Before I realized that horticulture was my true calling, I was a sociology student with plans to become a professor of sociology. Then I discovered my love for plants. I left grad school after getting my master’s degree and took an entry level job at a nursery.
There haven’t been many times when my old world and new world have met, but I was thinking about the intersection of culture and horticulture this weekend when I explored a rather bizarre community near my home whose residents are obsessed with topiary.
I saw some weird and wonderful stuff, and the sociologist in me wanted to figure out why the people of Argay had chosen to create these Dr. Seussian landscapes.
Topiary is the ancient craft of shearing plants into certain shapes, like spheres, cubes, spirals, hedges, or hippopotamuses. Or giant slugs, as seen here. Bra pads? Computer mice? What do you see?
I loved these bar stool covers. I thought they were made out of goldthread chamaecyparis, but upon closer inspection, I realized that it was actually a severely sheared and chlorotic dwarf pine. I still think it’s fabulous.
I also enjoyed these flying saucers made of spruce that had landed on this corner lot. Pillows? Muffin tops?
My favorite of all was a giant weeping sequoia green fur stole. Carpet remnant? This is the wackiest plant I’ve seen all year. Bravo! That is hilarious.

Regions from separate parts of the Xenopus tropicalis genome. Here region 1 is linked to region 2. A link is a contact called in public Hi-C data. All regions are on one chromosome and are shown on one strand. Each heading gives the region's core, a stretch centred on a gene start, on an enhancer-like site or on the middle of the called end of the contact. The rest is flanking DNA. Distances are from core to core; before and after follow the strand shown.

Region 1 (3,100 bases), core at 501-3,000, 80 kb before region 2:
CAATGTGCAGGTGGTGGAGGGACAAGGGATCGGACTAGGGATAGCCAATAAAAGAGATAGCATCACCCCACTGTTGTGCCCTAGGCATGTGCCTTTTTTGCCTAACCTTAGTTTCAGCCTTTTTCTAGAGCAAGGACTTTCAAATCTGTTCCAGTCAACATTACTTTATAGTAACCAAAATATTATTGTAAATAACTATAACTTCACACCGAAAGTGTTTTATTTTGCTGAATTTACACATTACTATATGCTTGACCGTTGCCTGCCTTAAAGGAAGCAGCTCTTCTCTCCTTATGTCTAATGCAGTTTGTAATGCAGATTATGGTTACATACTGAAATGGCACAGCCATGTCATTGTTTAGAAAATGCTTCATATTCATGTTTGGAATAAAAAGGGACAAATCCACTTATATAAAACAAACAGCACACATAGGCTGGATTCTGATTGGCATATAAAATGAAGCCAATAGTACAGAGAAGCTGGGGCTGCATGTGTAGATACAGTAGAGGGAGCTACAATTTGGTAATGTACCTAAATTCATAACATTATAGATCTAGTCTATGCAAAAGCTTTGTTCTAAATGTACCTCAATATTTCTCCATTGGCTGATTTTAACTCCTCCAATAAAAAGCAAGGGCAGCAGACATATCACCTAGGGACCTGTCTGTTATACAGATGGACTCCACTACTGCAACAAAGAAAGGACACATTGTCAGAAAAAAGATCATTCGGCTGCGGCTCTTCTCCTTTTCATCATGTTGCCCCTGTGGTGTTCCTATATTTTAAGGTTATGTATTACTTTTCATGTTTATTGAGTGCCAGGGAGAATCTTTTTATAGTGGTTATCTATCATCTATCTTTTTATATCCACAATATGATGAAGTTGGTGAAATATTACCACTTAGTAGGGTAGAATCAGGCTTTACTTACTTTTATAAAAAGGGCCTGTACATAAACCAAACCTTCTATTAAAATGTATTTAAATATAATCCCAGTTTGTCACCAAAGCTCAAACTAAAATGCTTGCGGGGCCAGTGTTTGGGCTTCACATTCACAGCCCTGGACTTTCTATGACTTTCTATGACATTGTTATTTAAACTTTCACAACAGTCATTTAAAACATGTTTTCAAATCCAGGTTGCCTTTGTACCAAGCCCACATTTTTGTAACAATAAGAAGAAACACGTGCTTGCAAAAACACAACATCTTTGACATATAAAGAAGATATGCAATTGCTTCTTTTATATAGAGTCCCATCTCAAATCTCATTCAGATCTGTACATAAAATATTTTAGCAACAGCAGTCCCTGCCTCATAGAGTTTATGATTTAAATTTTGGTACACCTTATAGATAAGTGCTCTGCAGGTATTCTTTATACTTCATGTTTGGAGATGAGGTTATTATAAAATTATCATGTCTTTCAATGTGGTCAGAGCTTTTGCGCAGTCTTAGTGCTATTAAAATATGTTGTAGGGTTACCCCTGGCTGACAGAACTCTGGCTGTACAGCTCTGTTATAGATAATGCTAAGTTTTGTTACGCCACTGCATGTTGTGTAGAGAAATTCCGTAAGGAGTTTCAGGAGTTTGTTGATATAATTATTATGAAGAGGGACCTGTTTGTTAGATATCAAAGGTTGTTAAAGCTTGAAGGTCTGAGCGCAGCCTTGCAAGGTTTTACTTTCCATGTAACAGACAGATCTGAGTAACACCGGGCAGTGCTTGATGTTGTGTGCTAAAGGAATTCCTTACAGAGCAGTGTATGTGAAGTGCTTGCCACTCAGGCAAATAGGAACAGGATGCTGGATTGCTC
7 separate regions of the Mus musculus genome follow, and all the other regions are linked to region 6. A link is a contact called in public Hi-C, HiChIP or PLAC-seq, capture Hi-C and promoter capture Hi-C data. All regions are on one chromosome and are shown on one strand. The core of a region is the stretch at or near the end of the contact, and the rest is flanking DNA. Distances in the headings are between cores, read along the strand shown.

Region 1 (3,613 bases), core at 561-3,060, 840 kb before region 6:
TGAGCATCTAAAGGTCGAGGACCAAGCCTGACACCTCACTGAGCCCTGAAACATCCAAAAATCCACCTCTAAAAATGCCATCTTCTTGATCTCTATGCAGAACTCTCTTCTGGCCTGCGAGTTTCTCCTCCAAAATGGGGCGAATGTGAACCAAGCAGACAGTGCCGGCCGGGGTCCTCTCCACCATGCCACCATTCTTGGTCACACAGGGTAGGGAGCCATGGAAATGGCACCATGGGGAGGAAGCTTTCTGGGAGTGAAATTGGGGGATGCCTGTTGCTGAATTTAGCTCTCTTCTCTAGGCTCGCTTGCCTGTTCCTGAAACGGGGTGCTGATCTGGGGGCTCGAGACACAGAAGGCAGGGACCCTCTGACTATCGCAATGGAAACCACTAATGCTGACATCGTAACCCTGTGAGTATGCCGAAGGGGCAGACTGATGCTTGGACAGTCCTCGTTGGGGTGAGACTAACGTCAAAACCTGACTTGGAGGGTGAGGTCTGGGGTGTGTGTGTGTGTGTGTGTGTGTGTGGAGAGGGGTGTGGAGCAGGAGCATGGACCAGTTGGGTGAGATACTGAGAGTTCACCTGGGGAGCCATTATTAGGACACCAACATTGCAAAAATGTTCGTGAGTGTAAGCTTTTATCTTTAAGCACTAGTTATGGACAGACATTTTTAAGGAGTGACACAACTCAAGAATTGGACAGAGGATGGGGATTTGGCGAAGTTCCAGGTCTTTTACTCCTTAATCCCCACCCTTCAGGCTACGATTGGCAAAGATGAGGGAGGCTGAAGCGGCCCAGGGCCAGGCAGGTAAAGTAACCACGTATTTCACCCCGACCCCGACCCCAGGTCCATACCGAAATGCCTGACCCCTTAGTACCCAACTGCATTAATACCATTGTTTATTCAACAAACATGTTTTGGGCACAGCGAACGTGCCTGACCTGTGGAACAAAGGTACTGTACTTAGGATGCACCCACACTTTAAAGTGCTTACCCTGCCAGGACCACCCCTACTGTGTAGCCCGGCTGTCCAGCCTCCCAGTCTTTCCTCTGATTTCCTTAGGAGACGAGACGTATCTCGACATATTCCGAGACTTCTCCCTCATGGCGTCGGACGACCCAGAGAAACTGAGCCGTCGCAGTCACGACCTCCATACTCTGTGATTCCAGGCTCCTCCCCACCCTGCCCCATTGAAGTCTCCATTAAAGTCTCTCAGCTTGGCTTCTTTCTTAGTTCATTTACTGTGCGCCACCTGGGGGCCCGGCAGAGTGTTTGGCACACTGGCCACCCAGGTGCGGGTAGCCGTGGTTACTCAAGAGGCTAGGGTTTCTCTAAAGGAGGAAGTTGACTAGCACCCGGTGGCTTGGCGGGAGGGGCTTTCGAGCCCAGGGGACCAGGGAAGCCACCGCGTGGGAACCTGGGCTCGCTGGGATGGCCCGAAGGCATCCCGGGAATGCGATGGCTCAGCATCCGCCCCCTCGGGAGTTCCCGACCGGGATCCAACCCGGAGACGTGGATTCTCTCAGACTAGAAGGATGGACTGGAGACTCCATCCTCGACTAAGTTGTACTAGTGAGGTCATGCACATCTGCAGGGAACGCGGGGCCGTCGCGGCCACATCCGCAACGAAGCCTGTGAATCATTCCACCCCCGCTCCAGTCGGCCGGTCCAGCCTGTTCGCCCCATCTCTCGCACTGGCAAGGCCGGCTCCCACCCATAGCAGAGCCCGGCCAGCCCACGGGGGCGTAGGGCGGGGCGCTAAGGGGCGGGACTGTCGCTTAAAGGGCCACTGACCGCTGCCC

My second-favorite was this oddball. How about an orange ‘Rheingold’ arborvitae, a blue ‘Heather Bun’ chamaecyparis, and some sort of yellow chamaecyparis all grafted together? I’ve never seen anything like this, and I thought it was fascinating.
Argay is a quasi-suburb of Portland. Technically, it’s in Portland city limits, but it’s on the far northeastern fringes of the city, almost in Gresham. Argay is bounded by the Columbia River to the north, but I mostly stuck to the area south of Sandy Boulevard, north of I-84, and between 122nd and 148th Avenue.
Trees are rarely allowed to take their natural size and form in Argay. This is one of four European beeches, an immense tree in the wild.
English hollies usually have a nice, dense, pyramidal form without any pruning at all; however, these two trees got the mushroom treatment. Gardeners here feel a need to call the shots.
Many street trees in Argay are pollarded. Pollarding is an extreme pruning technique often practiced in European cities. When Americans try to pollard trees, we usually butcher them, but these maples look like they were pruned correctly. Still, it’s kind of a weird thing to do when there aren’t any power lines overhead.
Here’s one rare Japanese maple that escaped the pruners. Magnificent! Trees get very big here if you let them, and they grow fast.
Perhaps size control is one reason why topiary is so popular in Argay. Small trees, small problems; big trees, big problems when a bad storm comes through. And this area is in the direct line of fire from the fierce “East Winds” that sometimes rip through the Columbia River Gorge. No big limbs to fall from this stunted Japanese maple.
And this Leyland cypress will never fall on the house if it continues to be sheared like this.